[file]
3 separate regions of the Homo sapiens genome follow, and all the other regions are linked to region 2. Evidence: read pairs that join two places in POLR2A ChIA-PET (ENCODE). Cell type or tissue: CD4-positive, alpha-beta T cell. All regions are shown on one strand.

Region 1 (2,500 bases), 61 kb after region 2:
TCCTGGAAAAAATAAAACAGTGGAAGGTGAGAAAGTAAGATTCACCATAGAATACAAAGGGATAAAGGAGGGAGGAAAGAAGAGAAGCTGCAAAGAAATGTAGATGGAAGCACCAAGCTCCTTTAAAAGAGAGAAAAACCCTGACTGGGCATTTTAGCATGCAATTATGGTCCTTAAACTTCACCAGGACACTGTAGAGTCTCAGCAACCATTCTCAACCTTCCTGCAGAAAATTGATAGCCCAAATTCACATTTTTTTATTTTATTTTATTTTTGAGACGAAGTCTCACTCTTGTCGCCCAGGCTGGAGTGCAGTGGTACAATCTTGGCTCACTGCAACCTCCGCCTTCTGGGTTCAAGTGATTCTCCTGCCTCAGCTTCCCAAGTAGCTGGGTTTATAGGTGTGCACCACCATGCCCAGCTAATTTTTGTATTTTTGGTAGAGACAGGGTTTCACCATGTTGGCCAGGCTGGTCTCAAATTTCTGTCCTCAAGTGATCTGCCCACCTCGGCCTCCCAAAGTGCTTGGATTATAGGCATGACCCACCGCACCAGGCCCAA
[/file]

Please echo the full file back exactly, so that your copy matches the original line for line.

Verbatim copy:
3 separate regions of the Homo sapiens genome follow, and all the other regions are linked to region 2. Evidence: read pairs that join two places in POLR2A ChIA-PET (ENCODE). Cell type or tissue: CD4-positive, alpha-beta T cell. All regions are shown on one strand.

Region 1 (2,500 bases), 61 kb after region 2:
TCCTGGAAAAAATAAAACAGTGGAAGGTGAGAAAGTAAGATTCACCATAGAATACAAAGGGATAAAGGAGGGAGGAAAGAAGAGAAGCTGCAAAGAAATGTAGATGGAAGCACCAAGCTCCTTTAAAAGAGAGAAAAACCCTGACTGGGCATTTTAGCATGCAATTATGGTCCTTAAACTTCACCAGGACACTGTAGAGTCTCAGCAACCATTCTCAACCTTCCTGCAGAAAATTGATAGCCCAAATTCACATTTTTTTATTTTATTTTATTTTTGAGACGAAGTCTCACTCTTGTCGCCCAGGCTGGAGTGCAGTGGTACAATCTTGGCTCACTGCAACCTCCGCCTTCTGGGTTCAAGTGATTCTCCTGCCTCAGCTTCCCAAGTAGCTGGGTTTATAGGTGTGCACCACCATGCCCAGCTAATTTTTGTATTTTTGGTAGAGACAGGGTTTCACCATGTTGGCCAGGCTGGTCTCAAATTTCTGTCCTCAAGTGATCTGCCCACCTCGGCCTCCCAAAGTGCTTGGATTATAGGCATGACCCACCGCACCAGGCCCAA